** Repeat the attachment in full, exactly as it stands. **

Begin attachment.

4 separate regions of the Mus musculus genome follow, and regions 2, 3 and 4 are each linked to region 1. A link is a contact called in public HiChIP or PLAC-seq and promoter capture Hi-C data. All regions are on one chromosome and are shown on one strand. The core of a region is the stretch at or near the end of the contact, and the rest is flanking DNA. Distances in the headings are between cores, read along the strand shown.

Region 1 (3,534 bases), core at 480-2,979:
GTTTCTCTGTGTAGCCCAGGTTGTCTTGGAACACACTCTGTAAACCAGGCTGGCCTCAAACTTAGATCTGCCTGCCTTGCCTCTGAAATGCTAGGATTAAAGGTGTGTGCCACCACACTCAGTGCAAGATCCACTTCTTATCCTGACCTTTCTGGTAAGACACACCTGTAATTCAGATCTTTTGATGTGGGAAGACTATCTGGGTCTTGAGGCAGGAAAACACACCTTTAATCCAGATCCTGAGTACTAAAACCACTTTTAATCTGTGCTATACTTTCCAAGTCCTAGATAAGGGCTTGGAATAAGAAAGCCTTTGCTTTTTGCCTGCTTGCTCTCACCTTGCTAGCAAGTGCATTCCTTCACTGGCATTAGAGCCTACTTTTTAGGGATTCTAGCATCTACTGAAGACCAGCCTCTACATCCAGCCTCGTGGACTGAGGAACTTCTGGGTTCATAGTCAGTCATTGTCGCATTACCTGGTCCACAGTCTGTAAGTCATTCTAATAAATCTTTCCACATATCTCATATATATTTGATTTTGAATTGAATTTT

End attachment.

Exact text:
4 separate regions of the Mus musculus genome follow, and regions 2, 3 and 4 are each linked to region 1. A link is a contact called in public HiChIP or PLAC-seq and promoter capture Hi-C data. All regions are on one chromosome and are shown on one strand. The core of a region is the stretch at or near the end of the contact, and the rest is flanking DNA. Distances in the headings are between cores, read along the strand shown.

Region 1 (3,534 bases), core at 480-2,979:
GTTTCTCTGTGTAGCCCAGGTTGTCTTGGAACACACTCTGTAAACCAGGCTGGCCTCAAACTTAGATCTGCCTGCCTTGCCTCTGAAATGCTAGGATTAAAGGTGTGTGCCACCACACTCAGTGCAAGATCCACTTCTTATCCTGACCTTTCTGGTAAGACACACCTGTAATTCAGATCTTTTGATGTGGGAAGACTATCTGGGTCTTGAGGCAGGAAAACACACCTTTAATCCAGATCCTGAGTACTAAAACCACTTTTAATCTGTGCTATACTTTCCAAGTCCTAGATAAGGGCTTGGAATAAGAAAGCCTTTGCTTTTTGCCTGCTTGCTCTCACCTTGCTAGCAAGTGCATTCCTTCACTGGCATTAGAGCCTACTTTTTAGGGATTCTAGCATCTACTGAAGACCAGCCTCTACATCCAGCCTCGTGGACTGAGGAACTTCTGGGTTCATAGTCAGTCATTGTCGCATTACCTGGTCCACAGTCTGTAAGTCATTCTAATAAATCTTTCCACATATCTCATATATATTTGATTTTGAATTGAATTTT